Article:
In being restrained by the inhibitions and encouragements of a force such as the American Dream, an individual is left to recognize and uphold the expectations of others around them. These forces, while still being a powerful tool of ambition, still hold the potential of transforming a human into a commodity, whose sole value comes from their financial success and worth. It soon becomes clear to the audience that Willy’s great aspirations have not led to any great success. The ego that has been developed with Willy consequently leads to him losing opportunities of being able to support his family. The idea of leading a modest job, being employed by another person, is not something that Willy can even comprehend, as he explains with Charley: “Charley: You want a job? Willy: I got a job, I told you that. What the hell are you offering me a job for?” (43). Willy has had a competitive relationship with Charley over the years, and the fact that Charley has been able to be so much more successful has left Willy to question how he has not been able to achieve his own dreams. Willy is not able to admit to Charley or to himself that Charley really has beaten him in this ‘game of life’. In Willy’s own illusory world, working for Charley is an admission of defeat. Willy’s entire life has been built on this dream, an American Dream, that he will be able to be successful on his own terms, of sheer charisma and looks, and so he can not understand how Charley, a man who does not seem to have any personality, can be so successful. He simply can not allow himself to be obligated to Charley, to have his life be regulated by another man — or at least that is how Willy chooses to view it. This idea of an American Dream has instilled these egotistical traits within Willy; in the end, it is this force that will leave him with nothing. The impacts of Willy’s fantasies can also be seen within his own family, specifically his wife Linda Loman. Linda eventually talks about the state of her husband with Biff and Happy, and explains: “How can I mention it to him? Every day I go down and take away that little rubber pipe. But, when he comes home, I put it back where it was. How can I insult him that way? I don’t know what to do. I live from day to day, boys. I tell you, I know every thought in his mind. It sounds so old-fashioned and silly, but I tell you he put his whole life into you and you’ve turned your backs on him. Biff, I swear to God! Biff, his life is in your hands!” (60) Linda is completely aware of Willy’s secrets, such as his suicide attempts, but she makes no efforts at all to change that. She unfalteringly supports Willy in his endeavours, always being by his side. Linda does not choose to, or is at least unable to, do anything about this. With what is expected of her being the lady of the household, she must take care of Willy, aiding him in all his attempts at fortune. Just like Willy, Linda is consumed by the American Dream. She willingly chooses to never shake Willy out of these illusions, further inhibiting and encouraging Willy’s own actions.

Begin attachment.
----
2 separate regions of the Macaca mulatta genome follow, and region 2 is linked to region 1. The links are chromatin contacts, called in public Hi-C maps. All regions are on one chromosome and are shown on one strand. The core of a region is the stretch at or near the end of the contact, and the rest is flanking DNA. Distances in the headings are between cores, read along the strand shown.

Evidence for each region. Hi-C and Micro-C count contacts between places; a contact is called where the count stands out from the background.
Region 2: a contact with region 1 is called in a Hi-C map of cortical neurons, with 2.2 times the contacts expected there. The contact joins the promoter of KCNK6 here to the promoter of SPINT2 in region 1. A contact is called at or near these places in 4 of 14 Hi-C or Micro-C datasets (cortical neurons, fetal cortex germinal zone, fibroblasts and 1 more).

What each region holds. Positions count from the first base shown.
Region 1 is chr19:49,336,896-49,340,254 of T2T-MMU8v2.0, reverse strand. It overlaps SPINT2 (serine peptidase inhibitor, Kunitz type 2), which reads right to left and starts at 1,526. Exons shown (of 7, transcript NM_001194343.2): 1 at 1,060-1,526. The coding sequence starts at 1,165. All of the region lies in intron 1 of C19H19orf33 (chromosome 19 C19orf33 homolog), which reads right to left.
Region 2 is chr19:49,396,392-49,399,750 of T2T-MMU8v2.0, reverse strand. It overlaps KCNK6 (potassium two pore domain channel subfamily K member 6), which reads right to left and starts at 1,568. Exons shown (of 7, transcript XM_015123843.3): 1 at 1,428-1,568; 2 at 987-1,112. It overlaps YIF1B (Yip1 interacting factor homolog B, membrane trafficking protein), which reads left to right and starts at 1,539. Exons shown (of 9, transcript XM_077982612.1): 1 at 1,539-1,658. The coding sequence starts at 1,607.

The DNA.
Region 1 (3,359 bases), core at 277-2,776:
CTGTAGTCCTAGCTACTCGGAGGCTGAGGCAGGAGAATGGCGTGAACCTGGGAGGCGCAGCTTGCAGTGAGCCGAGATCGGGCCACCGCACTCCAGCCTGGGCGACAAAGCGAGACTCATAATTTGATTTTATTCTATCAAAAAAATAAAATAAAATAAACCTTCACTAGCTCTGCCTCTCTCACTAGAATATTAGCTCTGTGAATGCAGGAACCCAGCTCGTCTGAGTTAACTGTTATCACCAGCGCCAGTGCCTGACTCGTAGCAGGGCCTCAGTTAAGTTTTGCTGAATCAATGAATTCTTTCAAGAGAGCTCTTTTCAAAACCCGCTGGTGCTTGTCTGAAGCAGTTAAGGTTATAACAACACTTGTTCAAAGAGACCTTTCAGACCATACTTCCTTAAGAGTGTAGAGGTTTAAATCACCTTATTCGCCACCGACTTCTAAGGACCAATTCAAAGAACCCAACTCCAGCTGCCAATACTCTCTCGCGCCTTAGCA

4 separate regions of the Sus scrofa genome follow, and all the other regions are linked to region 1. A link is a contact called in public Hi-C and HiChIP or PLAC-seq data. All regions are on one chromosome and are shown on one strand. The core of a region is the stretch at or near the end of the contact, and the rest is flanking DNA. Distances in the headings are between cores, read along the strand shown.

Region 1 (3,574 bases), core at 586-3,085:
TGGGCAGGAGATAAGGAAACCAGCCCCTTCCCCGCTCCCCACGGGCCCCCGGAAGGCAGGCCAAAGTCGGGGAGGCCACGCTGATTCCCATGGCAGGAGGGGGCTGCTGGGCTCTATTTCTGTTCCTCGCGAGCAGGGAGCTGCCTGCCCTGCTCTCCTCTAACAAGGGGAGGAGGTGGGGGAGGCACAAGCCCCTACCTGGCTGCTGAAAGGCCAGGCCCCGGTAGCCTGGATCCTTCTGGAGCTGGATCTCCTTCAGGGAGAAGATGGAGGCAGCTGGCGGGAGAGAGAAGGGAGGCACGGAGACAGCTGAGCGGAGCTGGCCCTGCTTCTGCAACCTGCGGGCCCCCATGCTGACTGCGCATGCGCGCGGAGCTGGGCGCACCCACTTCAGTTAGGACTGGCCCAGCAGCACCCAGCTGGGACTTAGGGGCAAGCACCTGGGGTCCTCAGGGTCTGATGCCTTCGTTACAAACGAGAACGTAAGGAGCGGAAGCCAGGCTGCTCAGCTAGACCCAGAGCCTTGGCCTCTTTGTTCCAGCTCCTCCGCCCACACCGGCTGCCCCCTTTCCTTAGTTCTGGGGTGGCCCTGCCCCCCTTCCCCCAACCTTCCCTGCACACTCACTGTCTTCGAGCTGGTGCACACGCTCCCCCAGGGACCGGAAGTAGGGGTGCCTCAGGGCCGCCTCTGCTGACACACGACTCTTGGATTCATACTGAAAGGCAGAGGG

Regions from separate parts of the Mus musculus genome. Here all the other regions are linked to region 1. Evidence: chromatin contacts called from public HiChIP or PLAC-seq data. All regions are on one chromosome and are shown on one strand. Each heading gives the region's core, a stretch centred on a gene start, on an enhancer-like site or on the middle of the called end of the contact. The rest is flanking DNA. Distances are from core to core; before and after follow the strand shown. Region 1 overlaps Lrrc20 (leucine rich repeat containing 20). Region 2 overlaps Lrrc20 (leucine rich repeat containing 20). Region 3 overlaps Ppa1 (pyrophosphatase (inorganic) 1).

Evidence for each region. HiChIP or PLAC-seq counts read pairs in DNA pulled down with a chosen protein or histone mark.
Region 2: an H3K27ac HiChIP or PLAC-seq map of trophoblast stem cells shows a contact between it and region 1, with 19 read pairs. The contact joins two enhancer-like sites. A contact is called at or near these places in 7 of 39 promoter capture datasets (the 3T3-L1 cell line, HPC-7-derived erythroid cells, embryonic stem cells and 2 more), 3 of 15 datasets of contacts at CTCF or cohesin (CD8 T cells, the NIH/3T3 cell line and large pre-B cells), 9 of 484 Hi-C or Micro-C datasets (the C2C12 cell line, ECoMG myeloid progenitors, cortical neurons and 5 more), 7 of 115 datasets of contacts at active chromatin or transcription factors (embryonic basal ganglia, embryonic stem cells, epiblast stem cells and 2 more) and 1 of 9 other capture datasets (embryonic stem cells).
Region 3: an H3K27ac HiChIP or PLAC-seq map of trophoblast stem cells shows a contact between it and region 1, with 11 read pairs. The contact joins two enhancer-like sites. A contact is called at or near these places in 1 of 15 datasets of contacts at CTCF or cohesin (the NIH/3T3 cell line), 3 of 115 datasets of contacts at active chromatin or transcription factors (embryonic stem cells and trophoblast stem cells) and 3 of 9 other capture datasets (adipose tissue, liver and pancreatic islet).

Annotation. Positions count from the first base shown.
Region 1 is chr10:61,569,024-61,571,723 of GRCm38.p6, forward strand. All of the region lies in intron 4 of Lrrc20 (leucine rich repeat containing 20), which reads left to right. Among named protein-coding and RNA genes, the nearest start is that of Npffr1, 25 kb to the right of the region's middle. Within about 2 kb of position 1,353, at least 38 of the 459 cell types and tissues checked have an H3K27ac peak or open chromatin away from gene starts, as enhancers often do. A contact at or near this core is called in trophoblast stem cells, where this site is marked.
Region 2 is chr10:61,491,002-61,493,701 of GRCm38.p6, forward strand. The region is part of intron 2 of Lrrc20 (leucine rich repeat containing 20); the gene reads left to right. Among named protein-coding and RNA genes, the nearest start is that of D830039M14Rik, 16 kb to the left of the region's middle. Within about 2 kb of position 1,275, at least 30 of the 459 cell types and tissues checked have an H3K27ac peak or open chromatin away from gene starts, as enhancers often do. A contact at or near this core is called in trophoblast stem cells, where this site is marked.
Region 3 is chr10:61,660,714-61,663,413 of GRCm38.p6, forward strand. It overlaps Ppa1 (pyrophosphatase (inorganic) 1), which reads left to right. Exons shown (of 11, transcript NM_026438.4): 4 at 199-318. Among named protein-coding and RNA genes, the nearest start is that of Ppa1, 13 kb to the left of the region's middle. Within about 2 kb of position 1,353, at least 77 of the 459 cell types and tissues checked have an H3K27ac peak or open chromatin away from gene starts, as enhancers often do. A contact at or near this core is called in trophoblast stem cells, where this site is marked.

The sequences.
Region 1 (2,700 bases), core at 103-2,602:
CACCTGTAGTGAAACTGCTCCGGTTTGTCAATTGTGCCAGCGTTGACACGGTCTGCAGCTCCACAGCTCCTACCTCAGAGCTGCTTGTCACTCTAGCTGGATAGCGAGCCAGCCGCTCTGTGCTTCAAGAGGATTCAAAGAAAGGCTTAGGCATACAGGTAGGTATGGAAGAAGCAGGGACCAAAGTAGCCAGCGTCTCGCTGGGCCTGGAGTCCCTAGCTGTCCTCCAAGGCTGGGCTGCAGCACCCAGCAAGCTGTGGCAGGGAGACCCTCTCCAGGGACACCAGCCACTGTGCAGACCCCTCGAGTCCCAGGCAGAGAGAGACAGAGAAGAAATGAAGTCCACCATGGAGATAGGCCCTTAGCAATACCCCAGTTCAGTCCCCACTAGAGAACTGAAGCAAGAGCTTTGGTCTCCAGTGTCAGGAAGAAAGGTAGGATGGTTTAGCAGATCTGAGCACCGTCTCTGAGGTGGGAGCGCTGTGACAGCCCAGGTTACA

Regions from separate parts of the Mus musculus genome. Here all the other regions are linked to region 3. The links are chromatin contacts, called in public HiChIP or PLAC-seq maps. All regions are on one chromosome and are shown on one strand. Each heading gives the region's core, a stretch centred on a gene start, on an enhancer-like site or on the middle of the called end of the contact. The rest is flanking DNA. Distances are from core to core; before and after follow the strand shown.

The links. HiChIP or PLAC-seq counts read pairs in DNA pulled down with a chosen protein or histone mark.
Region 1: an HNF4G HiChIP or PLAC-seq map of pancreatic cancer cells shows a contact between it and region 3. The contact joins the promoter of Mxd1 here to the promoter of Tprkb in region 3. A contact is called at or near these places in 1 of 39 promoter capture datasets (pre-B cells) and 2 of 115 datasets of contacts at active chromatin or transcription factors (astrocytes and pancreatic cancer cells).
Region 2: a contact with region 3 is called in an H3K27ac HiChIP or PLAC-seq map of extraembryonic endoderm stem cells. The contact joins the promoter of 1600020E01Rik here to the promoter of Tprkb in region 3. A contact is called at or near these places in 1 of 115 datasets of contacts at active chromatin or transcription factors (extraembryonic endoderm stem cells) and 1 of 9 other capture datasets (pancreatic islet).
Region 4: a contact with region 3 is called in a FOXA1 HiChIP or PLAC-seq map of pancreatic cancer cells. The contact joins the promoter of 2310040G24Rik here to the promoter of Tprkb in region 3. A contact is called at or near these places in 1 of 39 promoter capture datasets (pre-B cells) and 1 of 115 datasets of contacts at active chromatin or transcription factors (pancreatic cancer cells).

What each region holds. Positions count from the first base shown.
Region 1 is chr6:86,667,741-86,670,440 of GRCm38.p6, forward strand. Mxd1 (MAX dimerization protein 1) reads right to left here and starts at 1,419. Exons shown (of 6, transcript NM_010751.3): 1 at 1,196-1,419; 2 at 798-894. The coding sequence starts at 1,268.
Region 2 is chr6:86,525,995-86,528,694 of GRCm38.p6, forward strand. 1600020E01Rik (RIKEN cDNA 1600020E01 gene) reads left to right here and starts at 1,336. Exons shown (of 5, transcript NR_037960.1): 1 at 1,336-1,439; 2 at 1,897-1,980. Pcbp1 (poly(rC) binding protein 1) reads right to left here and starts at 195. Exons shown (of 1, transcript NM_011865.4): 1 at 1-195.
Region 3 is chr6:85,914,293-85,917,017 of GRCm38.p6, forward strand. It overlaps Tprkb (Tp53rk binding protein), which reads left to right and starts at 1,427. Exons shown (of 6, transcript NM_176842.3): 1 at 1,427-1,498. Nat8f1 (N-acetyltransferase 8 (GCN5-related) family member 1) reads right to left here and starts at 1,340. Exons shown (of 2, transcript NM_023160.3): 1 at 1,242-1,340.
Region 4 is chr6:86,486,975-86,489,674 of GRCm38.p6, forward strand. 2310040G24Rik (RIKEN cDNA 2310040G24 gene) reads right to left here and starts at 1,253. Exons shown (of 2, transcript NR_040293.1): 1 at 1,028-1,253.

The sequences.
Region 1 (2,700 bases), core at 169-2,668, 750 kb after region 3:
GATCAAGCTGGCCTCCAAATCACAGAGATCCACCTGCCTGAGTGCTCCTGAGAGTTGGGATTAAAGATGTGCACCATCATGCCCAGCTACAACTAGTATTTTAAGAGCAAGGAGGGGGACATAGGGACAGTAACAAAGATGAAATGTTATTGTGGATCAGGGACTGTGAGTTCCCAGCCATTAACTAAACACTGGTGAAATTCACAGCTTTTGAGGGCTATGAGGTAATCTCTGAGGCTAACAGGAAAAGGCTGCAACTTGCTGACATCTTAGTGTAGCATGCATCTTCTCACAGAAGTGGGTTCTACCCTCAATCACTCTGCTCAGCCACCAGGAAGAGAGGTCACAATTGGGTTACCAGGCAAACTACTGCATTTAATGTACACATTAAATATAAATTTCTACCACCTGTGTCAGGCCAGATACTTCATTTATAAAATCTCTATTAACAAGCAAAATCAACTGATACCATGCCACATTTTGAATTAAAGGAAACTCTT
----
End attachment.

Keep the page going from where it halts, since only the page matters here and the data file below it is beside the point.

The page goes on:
In the end, Willy’s dreams lead him to his grave. At the end of the play, Charley expresses his own opinion of Willy going on to say that, “Nobody dast blame this man. You don’t understand: Willy was a salesman. And for a salesman, there is no rock bottom to the life. He don’t put a bolt to a nut, he don’t tell you the law or give you medicine. He’s a man way out there in the blue, riding on a smile and a shoeshine. And when they start not smiling back — that’s an earthquake. And then you get yourself a couple of spots on your hat, and you’re finished. Nobody dast blame this man. A salesman is got to dream, boy. It comes with the territory” (138). Charley’s speech takes the blame from Willy as an individual, and reflects on the demands and expectations set on him being in the midst of this American Dream. He views Willy as an exemplar of his trade, and to extrapolate he is just one of many men who have been misled by the false promises of the American Dream, which has proven to reduce men to simple products. Charley’s explanation demonstrates that Willy’s suicide is not justified as, really, it defies his own intentions. Willy, being led by his American Dream, chose to once again abandon his family in this search of wealth: the payout of life insurance money. His warped sense of success and prosperity, being led by the American Dream, leads him to only measure his accomplishments in terms of money, viewing his own person not as a loving father or husband as seen with his family, but rather purely a monetary fund. Willy had unwaveringly followed the path of the dream, raising and supporting a family while venturing into the business world with the ambition to achieve great things. He chose to continually look to the past, believing in this myth of a dream, blindly pushing forward and never truly being able to understand the impossibleness of the standards that he had lay ahead for himself, all while being propelled forward by this force of an American Dream. Despite the tragedy of his father’s death, Happy mentions that, “I’m gonna beat this racket!”(138). He wishes to stay in this city and succeed where his father has failed. Happy is not able to understand how this force of the American Dream has caused so much disaster, encouraging Willy to ultimately take his own life. Happy has now started where Willy ends, chasing dreams, being inhibited and encouraged by the American Dream. Willy had chosen to follow this quest for greatness, being encouraged by the forces of society itself, and ultimately failing to the most fatal flaw — himself.
Arthur Miller’s Death of a Salesman portrays the impacts that a force such as the American Dream can have on a fragile individual such as Willy Loman. Willy chose to follow his own grand hopes and dreams, unattainable standards that he has set for himself, being in the midst of this American Dream. This dream, while proving to encourage an individual to follow the path of what they desire most, can ultimately be the source of one’s failure.